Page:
Reason 5: Follow the Footprints of Indigenous Argentina

Argentina is a multiethnic country, not only because its citizens trace their family history of immigration from all across Europe, but also because there are dozens of distinct native communities living here with family history in southern Latin America that goes back to times well before the arrival of the first Spanish. Perhaps your time spent in this beautiful country could be enriched by engaging more deeply with the diversity of culture found within the native peoples' communities: culture quite different from anything found in Europe today. And there are many ways to do this, regardless of where your particular interest lies...

Although the native communities and their traditional lifestyles are (since 1994)clearly recognised by the Constitution of Argentina[3], their rights and their place in Argentine society are often marginalised by the dominant Western culture and its attendant economic practices. Times are certainly changing for the Pueblos Originarios, who today make up perhaps four percent of the national population. But there are also now movements within Western culture that seek to engage positively and creatively in cultural exchange, promoting awareness on both sides. As Willis Horst (theologian) recently put it, writing about the Gran Chaco, "We no longer seek to eliminate our own or others' uniqueness, but to celebrate it and connect each to the whole."[4]

For cultural exchange to be successful, it's necessary to see the world from the other's perspective as well as one's own, and this requires an investment of time and energy. Back in 1985, volunteers from the Catholic Church in Buenos Aires began to make periodic visits to a few of the indigenous pueblos in the Gran Chaco. As a result, around this time grew interest in arranging cultural exchanges, and different projects and groups were established, putting such meetings on a more organised footing[1]. Some projects aimed specifically to help with development issues, understanding and addressing the causes of poverty, while others focused on education, public awareness and political activism.

But what should "development" look like in context of Argentina's rural indigenous communities? There can be no straightforward answer to such a question, yet it is clear that jobs are scarce for many young people, and the topic of employment opportunities is a good place to start. Small scale agriculture might be one possibility for many communities, but often this is inappropriate when there is no substantial track record (culturally speaking)of farming within the region. An alternative discovered within many communities, at least in recent years, has been to revive and develop the tradition of local artesanry. Old and young alike are able to work with readily available natural raw materials (wood, clay, fibres, natural dyes) to create things of beauty for sale to the "Western world".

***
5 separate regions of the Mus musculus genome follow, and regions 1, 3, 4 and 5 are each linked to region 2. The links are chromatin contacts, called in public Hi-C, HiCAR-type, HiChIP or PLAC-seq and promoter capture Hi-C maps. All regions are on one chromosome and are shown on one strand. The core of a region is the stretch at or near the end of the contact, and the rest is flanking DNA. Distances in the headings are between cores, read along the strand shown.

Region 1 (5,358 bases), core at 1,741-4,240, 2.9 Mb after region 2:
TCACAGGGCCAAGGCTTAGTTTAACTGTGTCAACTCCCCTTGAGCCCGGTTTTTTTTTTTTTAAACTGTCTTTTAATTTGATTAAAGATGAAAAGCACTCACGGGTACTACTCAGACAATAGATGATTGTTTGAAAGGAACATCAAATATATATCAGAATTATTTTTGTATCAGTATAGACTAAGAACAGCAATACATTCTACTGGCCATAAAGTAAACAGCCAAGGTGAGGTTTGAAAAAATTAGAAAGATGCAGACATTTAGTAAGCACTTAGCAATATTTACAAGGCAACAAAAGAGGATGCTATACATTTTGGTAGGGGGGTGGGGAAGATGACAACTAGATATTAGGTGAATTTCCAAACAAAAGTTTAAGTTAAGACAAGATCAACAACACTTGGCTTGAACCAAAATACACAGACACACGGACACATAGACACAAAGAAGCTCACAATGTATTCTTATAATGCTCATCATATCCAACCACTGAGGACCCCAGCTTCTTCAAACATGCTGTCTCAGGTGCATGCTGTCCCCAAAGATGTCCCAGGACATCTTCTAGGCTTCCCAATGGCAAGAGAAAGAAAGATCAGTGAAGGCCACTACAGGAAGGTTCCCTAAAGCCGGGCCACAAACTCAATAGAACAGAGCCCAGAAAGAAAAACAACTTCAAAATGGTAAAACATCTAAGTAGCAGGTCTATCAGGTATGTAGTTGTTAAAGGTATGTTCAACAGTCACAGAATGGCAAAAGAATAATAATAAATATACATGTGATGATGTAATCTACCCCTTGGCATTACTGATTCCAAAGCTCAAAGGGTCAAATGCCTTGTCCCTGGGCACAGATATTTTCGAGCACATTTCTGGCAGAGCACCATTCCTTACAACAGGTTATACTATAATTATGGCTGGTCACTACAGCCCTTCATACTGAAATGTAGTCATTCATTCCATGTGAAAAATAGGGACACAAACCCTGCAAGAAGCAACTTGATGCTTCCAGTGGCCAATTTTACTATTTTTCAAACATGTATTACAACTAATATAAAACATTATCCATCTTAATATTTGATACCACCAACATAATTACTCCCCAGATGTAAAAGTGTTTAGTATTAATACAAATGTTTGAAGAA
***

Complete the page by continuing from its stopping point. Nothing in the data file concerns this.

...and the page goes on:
Working within a spirit of "pluriculture" and "permaculture", the handicrafts industry provides work of genuine quality, dignified labour for many families. It provides an income easily competitive with the less creative alternative industry of harvesting and shipping raw materials directly.

The NGO Arte y Esperanza (Art and Hope) arose from the Association Promoción Indígena, back in 2001, aiming to promote indigenous Argentine culture, especially by improving the market for handicrafts produced principally in the Gran Chaco but also by other indigenous communities scattered across the country. This NGO operates as a business that seeks no profit of its own, but aims to establish principles of Fair Trade in connecting producer to consumer. Visiting Buenos Aires today, you would find three Arte y Esperanza stores selling a wide variety of sustainably sourced handcrafted goods, traditional motifs blended with modern design concepts to appeal to a broader audience - but behind this front-end are "supply chains of solidarity" that effectively offer social and economic support to more than 500 indigenous families.

If you really want to get to know the roots of Argentina you should take time to look for the imprints that these indigenous peoples have left in the country. Find out more about their lives, their attempts to integrate into modern society, the ongoing conflicts faced by native communities - so
that you can be a voice and a witness for them. The fight for land rights is a primary concern for many of Argentina's indigenous. Talk with those involved in Fair Trade (Comercio Justo), and find out why the concept of solidarity is so important to them.

If you want to explore further, Baplacement can arrange for you to meet
some of the various project staff at Arte y Esperanza who work to support the cause of pueblos originarios. They'd be glad to tell you first-hand about their work, their values, and their experiences, and maybe help you use your time and talents to become involved with a project of cultural exchange.

[1] Arte y Esperanza, Suipacha 892, CABA.
[2] Baplacement, Billinghurst 2052, CABA.
[3] Constitution of the Argentine Nation, Ch.IV x75 Art.17.
[4] "Spirituality of the Toba/Qom Christians of the Argentine Chaco"
Missiology, XXIX/2 pp.165{84, (April 2001).

An article written by Daniel Shepherd, Lowesoft (England)

Daniel Shepherd has been working as a volunteer for Arte y Esperanza since September 2010. While his specialities are mathematics and quantum physics, Daniel has an active interest in a broad range of fields including literature, philosophy, cultural issues and obviously fair trade. Baplacement benefits in particular from his translation and writing skills. Thank you, Daniel!